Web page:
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Generating art through writing.

The goals of my writing projects are based on the belief that thinking and writing about artwork enhances understanding and enriches creative experiences associated with art production.

The shacks created by Beverly Buchanan, with their accompanying legends reflective of the people who built and lived in them, seemed the perfect inspiration for lessons incorporating creative and critical writing. (See School Arts, May/June 1995,p. 25.) Fourth and fifth grade students studied Buchanan's work to enhance an art production lesson and develop art criticism skills. Writing is part of the process and product in both of the lessons. In order to achieve the greatest degree of success with this writing, I consulted with language arts teachers in my school so the process of writing in the artroom would be the same as or similar to writing in the classroom.

Fourth Grade Lesson: Structures and Stories

Part One. The Stories

Before introducing the fourth grade students to Buchanan's work, cooperative groups of students wrote stories to enhance selected Civil War-era photographs. This introduction served two purposes: to introduce the notion of creating written work in the artroom and to generate ideas for stories from visual clues. The terms fiction and nonfiction were reviewed and defined. Student groups had ten minutes to work together to create a story, which could be supported by the images in the photograph. At the conclusion of this part of the lesson, each group shared its story and photograph. The images selected for this activity showed rural Southern structures and African Americans in a variety of situations. I asked the students to speculate on the time and place represented in the photographs.

Next, I introduced the students to the work of Beverly Buchanan. Specific works included Rooster Green's Shack (1993), Miss Hester's Place (1994), and the oil pastel drawing Monroe County Shack with Yellow Datura (1994). The students compared the works with some of the structures they had seen in the photographs to conclude that these pieces might be about the rural South. Buchanan's legends of Miss Hester and Rooster Green were read. As a homework assignment, I asked the students to complete a worksheet that would help them create a legendary individual and d scribe that person's home and unique qualities. These worksheets functioned as prewriting and rough drafts, the first and second steps in a series known as process writing. The remaining steps included revising, editing, and publishing. I also informed the students about the complete assignment at this time, which would include making a dwelling to accompany the legends they were about to write.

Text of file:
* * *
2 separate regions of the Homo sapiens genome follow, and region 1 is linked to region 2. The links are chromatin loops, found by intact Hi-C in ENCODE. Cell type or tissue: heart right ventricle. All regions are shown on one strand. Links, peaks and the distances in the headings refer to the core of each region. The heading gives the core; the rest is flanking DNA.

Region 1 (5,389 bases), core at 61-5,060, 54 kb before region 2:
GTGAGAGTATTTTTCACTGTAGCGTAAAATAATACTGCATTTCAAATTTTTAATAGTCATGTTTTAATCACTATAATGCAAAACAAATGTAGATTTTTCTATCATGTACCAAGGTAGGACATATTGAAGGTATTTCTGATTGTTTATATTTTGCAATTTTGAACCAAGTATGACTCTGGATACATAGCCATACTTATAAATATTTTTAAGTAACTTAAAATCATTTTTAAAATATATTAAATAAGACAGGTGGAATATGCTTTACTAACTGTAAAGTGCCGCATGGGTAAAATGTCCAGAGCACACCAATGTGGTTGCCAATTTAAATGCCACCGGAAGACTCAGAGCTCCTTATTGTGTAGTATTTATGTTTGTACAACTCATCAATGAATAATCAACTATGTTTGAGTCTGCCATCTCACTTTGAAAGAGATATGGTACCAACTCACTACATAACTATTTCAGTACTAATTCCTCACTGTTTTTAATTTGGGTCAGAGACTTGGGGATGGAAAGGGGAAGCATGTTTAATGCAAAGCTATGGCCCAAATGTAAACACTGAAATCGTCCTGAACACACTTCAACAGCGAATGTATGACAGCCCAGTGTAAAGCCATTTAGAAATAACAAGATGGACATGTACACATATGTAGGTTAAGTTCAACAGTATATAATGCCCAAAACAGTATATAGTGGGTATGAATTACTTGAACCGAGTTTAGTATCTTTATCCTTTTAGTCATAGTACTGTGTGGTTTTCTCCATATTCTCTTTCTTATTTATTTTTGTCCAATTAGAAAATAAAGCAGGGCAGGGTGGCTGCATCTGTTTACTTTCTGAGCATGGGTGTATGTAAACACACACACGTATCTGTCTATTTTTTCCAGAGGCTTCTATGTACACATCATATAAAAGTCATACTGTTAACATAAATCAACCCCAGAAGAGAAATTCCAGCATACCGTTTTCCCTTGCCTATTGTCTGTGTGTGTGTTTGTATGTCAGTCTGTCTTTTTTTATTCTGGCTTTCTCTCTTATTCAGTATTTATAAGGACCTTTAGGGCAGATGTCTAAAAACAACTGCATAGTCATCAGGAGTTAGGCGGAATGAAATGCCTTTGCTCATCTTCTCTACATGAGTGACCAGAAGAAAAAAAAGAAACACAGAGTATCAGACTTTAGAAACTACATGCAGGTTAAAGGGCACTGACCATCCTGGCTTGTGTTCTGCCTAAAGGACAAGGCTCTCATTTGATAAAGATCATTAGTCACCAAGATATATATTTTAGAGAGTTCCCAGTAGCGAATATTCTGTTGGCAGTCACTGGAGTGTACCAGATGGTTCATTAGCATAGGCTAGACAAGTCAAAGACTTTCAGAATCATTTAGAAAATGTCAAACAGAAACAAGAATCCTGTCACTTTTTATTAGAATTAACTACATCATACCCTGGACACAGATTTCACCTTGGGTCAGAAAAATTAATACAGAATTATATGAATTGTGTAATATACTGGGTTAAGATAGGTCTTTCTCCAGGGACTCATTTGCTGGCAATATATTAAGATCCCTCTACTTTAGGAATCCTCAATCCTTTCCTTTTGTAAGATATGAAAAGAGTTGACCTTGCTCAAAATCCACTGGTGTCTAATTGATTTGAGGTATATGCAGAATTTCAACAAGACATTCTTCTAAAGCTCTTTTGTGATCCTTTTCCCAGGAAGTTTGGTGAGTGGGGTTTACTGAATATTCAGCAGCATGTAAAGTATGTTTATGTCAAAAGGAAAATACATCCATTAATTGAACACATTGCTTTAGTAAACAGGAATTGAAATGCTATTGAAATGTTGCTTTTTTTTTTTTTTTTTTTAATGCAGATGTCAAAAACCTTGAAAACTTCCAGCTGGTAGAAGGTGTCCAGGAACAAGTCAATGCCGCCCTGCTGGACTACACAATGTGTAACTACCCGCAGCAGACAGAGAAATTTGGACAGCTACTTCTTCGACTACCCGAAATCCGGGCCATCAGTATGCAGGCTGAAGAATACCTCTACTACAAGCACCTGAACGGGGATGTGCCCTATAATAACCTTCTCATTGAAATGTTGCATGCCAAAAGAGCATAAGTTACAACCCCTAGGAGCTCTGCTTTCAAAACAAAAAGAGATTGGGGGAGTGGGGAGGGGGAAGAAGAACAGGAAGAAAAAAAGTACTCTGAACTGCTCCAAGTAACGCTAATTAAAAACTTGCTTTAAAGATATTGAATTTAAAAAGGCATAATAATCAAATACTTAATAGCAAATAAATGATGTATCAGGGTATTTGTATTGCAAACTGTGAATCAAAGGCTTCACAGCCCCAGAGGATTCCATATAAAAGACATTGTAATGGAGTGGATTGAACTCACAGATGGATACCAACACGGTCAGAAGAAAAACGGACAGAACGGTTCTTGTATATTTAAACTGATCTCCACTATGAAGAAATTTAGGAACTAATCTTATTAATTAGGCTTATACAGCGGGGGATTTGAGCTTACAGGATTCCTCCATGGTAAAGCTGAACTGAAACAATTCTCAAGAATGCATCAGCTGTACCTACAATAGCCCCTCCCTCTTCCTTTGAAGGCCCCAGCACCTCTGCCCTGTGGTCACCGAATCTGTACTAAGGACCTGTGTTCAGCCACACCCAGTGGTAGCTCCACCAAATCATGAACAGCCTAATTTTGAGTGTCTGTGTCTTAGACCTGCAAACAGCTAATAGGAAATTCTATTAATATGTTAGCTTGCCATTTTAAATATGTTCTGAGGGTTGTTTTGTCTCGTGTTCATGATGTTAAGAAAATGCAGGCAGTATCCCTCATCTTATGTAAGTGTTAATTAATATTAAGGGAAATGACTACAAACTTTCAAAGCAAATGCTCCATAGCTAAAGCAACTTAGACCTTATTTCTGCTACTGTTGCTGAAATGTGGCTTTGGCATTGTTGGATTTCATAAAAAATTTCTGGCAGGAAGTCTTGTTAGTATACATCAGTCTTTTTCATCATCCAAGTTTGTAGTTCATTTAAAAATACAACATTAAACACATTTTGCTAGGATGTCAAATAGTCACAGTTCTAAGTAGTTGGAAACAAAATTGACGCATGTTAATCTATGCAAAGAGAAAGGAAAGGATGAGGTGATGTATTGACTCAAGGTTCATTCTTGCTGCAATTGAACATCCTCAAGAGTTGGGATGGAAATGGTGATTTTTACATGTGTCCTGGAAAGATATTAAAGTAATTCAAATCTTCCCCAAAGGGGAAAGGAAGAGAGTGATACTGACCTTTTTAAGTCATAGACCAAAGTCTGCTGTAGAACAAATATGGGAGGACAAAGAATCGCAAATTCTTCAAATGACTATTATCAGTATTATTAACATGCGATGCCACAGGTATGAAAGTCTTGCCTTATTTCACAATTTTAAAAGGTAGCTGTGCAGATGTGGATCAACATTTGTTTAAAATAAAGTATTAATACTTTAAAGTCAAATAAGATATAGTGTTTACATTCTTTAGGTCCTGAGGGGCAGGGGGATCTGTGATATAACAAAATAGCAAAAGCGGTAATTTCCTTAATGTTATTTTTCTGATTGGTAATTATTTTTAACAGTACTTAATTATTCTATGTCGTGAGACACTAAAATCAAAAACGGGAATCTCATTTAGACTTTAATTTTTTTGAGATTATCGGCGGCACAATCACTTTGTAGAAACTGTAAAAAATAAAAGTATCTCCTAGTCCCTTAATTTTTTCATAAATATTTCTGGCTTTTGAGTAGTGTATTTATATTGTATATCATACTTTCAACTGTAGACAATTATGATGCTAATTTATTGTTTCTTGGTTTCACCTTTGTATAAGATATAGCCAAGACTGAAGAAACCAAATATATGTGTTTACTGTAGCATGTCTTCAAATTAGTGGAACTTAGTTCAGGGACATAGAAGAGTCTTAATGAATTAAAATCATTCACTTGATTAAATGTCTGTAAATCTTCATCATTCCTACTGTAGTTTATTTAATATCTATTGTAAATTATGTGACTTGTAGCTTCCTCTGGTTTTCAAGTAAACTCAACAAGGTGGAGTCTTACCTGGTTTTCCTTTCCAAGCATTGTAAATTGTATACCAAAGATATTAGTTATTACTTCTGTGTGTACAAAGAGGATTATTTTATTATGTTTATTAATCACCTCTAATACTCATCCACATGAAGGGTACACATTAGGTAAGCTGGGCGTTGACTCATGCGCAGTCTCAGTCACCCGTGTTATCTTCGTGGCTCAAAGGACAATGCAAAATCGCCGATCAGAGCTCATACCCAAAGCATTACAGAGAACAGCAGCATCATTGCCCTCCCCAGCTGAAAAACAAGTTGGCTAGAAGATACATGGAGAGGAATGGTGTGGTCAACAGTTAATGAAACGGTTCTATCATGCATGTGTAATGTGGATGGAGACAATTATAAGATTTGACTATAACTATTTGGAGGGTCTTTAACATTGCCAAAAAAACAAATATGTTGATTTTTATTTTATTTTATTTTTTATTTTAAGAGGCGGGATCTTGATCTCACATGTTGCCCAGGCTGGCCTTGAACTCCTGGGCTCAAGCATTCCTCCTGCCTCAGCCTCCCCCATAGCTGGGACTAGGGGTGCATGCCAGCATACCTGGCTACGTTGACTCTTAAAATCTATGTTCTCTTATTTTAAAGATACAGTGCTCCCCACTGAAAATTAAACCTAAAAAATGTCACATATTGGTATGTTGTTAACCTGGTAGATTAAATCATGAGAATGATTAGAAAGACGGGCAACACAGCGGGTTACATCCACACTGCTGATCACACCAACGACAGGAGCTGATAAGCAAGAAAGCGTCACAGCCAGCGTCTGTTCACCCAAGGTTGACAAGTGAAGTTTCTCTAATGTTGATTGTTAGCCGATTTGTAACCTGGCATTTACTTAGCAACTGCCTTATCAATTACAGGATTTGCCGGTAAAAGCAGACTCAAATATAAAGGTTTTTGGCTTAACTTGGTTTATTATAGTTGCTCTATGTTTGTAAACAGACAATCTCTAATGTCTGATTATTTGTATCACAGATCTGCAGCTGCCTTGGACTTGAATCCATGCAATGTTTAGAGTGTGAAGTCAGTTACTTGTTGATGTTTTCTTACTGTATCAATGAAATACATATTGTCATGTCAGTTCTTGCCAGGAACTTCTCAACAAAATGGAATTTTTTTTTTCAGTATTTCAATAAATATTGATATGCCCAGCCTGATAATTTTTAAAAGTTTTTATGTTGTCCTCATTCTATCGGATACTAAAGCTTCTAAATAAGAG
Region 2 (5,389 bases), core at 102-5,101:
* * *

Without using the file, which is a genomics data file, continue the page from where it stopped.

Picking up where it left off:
During the second class, the students revised and edited homework assignments and "published" good handwritten copies of their legends.

Part Two: The Structure

A second activity included a discussion of Buchanan's drawing style in Monroe County Shack with Yellow Datura I asked the students to create drawings to accompany their legends, borrowing some of the stylistic attributes found in the piece. Legends and drawings were combined in presentation folders and used as the plan for constructing a sculpture with clay. During the next two class periods, the students worked from their legends and drawings to construct a dwelling uniquely designed to relate to the ideas developed in

At the completion of the project, 1 asked the students to reflect upon the ways in which they personalized the structures they built to communicate the details found in their legends. A goal of this project, beyond integrating language arts techniques in an art lesson, is to show the students that ideas for artworks can be developed and refined in a variety of ways over an extended period.

Fifth Grade Lesson: Who Lives in Monroe County Shack with Yellow Datura?

Part One: Criticism

The fifth grade students focused on Monroe County Shack with Yellow Datura Each table in the artroom had a copy of the print taped to it. The purpose of taping down the print was so the students would be unable to read the information on the back or see the photograph of Buchanan. We discussed the role of an art critic and read selections of written criticism of a variety of artworks from previous fifth grade classes. We reviewed process writing steps as taught in fifth grade language arts classes, and I told the students of their responsibility to work with this format to complete the assignment.

Using art criticism worksheets based on posters developed by Dr. Marilyn Stewart, the groups began a prewriting activity in preparation for a published piece of art criticism. I gave the students limited information for this activity, which included the title of the drawing, the artist's name, and the media used. This group effort called for close observation of the work so that questions on the sheets could be answered based on facts presented in the drawing. The goal was to work together for one crass period to discover as much about the work as possible.

As the groups completed the sheets, I gave them lined paper and sent them into the next steps in process writing as established earlier in the class. One result of this group effort is as follows:
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Title Annotation:includes students' writing samples and related information on art-criticism worksheets
Author:Dietrich, Jeff
Publication:School Arts
Date:Feb 1, 1997
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